As much fun as it is to see Apple roll out updates to its major platforms every summer, it’s always a slightly bittersweet experience. Even though there are new features and shiny things galore to pore over, there seems to be some software that is left shivering in the cold rain, their faces plastered against the window while newer features are showered with love and adulation.
Of course, Apple’s platforms are so expansive these days that the company can’t possibly update each and every app on a yearly basis. But even so, there are a few that seem to perpetually languish, year over year, to the point that one wonders if Apple forgot about them, while others get updates of dubious necessity. More frustratingly, some of those very apps are ones that users rely on day in and day out. Apps that may not be exciting, but are definitely necessary.
As we continue to comb through the fallout from this year’s Worldwide Developers Conference, it’s worth taking a look at some of the apps that Apple didn’t make substantial changes to and which could maybe use a little bit of care and attention of their own.
Mailing it in
Sure, there’s Messages and Slack and Twitter DMs and Snapchat and so on and so on. But email still forms the backbone of a lot of what we do online. (Ever risked getting a password reset via a Twitter DM?) Some may view it as a necessary evil—me, maybe I’m old, but in a world where technology means we’re always reachable, I delight in having a medium where it’s okay not to respond immediately.
But the Mail app on iOS and Mac hasn’t really changed in several years. There have been tweaks here and there, yes, but fundamentally the way we deal with email has remained the same. Which is a shame, because it seems like some of the technologies that Apple likes to talk up—like AI and machine learning—could be a real boon when it comes to dealing with our inboxes.
It’s not as though the mail field is totally stagnant, either. Competitors like Hey and the recently released Big Mail have shown that there are better ways to help organize our mail, using improved categorization and triaging, to return it to its erstwhile utility instead of being the modern day equivalent of a sales circular.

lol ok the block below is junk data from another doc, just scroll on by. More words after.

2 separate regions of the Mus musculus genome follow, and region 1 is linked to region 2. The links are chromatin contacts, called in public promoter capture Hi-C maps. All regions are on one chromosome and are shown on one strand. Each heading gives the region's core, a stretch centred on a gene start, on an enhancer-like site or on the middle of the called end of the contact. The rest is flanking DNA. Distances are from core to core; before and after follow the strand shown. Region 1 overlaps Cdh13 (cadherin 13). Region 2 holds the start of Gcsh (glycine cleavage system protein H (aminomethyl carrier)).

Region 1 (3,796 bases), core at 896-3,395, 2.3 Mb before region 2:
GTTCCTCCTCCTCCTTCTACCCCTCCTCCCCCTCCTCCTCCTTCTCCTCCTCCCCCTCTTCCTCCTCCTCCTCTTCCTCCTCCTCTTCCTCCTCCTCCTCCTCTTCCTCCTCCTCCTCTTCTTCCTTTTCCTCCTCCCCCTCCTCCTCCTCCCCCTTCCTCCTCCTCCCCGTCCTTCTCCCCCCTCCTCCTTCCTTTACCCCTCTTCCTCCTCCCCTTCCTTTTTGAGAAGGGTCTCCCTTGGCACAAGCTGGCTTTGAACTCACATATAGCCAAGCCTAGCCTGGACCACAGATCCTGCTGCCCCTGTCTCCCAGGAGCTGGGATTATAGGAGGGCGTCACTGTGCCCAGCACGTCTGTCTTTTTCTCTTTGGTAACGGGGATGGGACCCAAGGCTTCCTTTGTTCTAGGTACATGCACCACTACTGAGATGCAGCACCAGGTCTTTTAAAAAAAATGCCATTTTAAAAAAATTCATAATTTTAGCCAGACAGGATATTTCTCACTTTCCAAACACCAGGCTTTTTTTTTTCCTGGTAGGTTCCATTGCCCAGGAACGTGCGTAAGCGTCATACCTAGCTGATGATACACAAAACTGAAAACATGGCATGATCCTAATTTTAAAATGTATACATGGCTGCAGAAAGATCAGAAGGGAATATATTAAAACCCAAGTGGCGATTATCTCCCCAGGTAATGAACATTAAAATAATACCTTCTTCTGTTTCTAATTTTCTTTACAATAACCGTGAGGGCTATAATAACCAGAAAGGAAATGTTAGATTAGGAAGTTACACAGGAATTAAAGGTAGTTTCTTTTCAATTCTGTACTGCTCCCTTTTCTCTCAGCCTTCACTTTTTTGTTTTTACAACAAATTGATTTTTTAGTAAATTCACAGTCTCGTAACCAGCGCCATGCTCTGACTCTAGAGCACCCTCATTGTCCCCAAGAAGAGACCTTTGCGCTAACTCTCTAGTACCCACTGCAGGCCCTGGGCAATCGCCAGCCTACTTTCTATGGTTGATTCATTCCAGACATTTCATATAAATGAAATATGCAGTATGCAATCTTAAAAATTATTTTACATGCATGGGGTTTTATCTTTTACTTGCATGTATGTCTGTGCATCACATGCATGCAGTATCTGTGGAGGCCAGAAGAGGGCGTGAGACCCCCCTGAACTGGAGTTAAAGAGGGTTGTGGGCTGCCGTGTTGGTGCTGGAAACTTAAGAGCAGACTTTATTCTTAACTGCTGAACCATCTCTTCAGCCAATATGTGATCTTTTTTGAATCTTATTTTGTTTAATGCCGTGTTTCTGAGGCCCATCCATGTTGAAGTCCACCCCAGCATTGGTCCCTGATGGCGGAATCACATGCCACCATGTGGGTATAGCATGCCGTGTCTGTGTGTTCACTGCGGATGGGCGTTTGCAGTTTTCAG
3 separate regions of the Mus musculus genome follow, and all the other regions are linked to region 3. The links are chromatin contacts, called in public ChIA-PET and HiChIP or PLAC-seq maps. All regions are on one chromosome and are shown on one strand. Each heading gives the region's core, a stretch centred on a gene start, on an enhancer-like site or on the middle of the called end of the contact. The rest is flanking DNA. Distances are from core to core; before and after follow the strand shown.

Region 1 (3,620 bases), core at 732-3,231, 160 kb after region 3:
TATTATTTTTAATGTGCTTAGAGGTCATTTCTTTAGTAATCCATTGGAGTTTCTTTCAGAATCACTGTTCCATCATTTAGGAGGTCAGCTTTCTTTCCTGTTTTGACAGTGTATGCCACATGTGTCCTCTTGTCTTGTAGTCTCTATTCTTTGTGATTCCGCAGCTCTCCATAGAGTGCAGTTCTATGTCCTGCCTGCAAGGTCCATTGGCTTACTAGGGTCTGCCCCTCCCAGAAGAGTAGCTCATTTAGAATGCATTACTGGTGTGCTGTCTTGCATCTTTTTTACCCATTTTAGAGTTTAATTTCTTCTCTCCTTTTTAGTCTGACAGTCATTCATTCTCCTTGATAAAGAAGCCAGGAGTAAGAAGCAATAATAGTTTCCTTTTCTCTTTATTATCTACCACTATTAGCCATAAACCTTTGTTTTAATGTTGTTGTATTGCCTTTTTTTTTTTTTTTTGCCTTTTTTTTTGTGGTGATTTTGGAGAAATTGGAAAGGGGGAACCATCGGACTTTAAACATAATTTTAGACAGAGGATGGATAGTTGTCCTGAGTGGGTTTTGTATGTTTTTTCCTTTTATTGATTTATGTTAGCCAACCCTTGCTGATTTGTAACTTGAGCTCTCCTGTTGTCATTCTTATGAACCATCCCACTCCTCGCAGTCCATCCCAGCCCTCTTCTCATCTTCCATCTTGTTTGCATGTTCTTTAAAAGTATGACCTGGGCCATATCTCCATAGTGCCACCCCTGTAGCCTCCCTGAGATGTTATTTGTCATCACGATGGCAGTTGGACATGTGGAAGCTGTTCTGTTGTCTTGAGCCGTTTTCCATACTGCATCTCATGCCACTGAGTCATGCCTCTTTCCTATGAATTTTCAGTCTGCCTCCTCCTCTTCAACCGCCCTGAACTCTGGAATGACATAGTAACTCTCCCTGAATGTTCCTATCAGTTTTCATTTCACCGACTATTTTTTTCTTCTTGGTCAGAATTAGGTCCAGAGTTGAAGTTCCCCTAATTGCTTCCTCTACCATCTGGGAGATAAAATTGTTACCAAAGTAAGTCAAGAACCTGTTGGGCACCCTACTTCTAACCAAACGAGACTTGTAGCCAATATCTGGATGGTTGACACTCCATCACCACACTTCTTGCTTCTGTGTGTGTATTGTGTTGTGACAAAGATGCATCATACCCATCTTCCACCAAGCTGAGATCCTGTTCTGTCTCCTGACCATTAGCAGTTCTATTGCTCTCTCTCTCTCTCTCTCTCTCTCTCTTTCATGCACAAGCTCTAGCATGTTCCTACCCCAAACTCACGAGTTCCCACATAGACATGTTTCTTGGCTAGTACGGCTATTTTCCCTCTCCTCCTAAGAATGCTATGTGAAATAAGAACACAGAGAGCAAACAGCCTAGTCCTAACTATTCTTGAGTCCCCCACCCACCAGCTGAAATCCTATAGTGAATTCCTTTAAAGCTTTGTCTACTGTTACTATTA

Apple, to its credit, did announce that Mail extensions would be getting a new lease on life in macOS Monterey, but instead of leaving it all up to third-party developers, I’d love to see the company put some of that vaunted innovation to work here to rethink how we all deal with the necessity of email.
Calendar is so last year
Here’s what I’ll say about Apple’s Calendar app: it’s better than a paper calendar. Mostly.
I use Calendar every single day and, like Mail, it doesn’t seem to have seen a substantial update in years. (In fact, by comparison, Mail is practically a hotbed of activity.) While third party alternatives like Fantastical have greatly improved how we deal with our schedules, Calendar—though it long ago lost the skeuomorphic stitched leather design—seems to be content to mimic its analog compatriot.
A simple example: in the newest updates to Apple’s platforms, both Notes and Reminders got the ability to add and filter by tags. I’ve long wanted a similar feature for Calendar, especially in cases where I have the same event on multiple calendars (generally because they are shared with different groups of people). And yet, I’m stuck having three copies of the same event, crunched together in one small time slot. It’s a problem others have solved, but Apple seems to steadfast in its belief that the Calendar app is good enough as it is.
Before this year’s WWDC, I was intensely hopeful that Apple would take the opportunity provide a significant revamp of the Home app. Alas, that dream didn’t come true, and we remain stuck with the same somewhat unwieldy software we’ve had for years.
That app was generally fine when we had a few devices here and there, but the number of smart home accessories has ramped up rapidly over the past few years and the Home app gets quickly overwhelmed. As someone with quite a few smart home devices, I sometimes end up paging through multiple screens, then having to scroll down just to find the device I want to control. Having any more than a couple scenes quickly becomes unwieldy, as they scroll off the screen, and there isn’t even a search option, for those cases where you can’t find what you’re looking for.
Apple has, to be fair, improved some elements of the app, by surfacing information from some accessories, so you can, for example, see temperature or cameras at a glance.
But on the Mac in particular, the Home app feels clumsy, since it’s essentially the iPad version of the app, with an interface that’s out of place in a point-and-click environment. (One reason I’ve largely turned to a third-party app, like HomeControl Menu, which enables the far more Mac-like experience of letting you control your accessories from the menu bar).
If Apple wants to make the smart home a bigger part of its business—and its investment in Thread radios in the HomePod mini and Apple TV, as well as its part in the new Matter standard suggest it does—then the company needs to start showing its commitment where it matters: at home.
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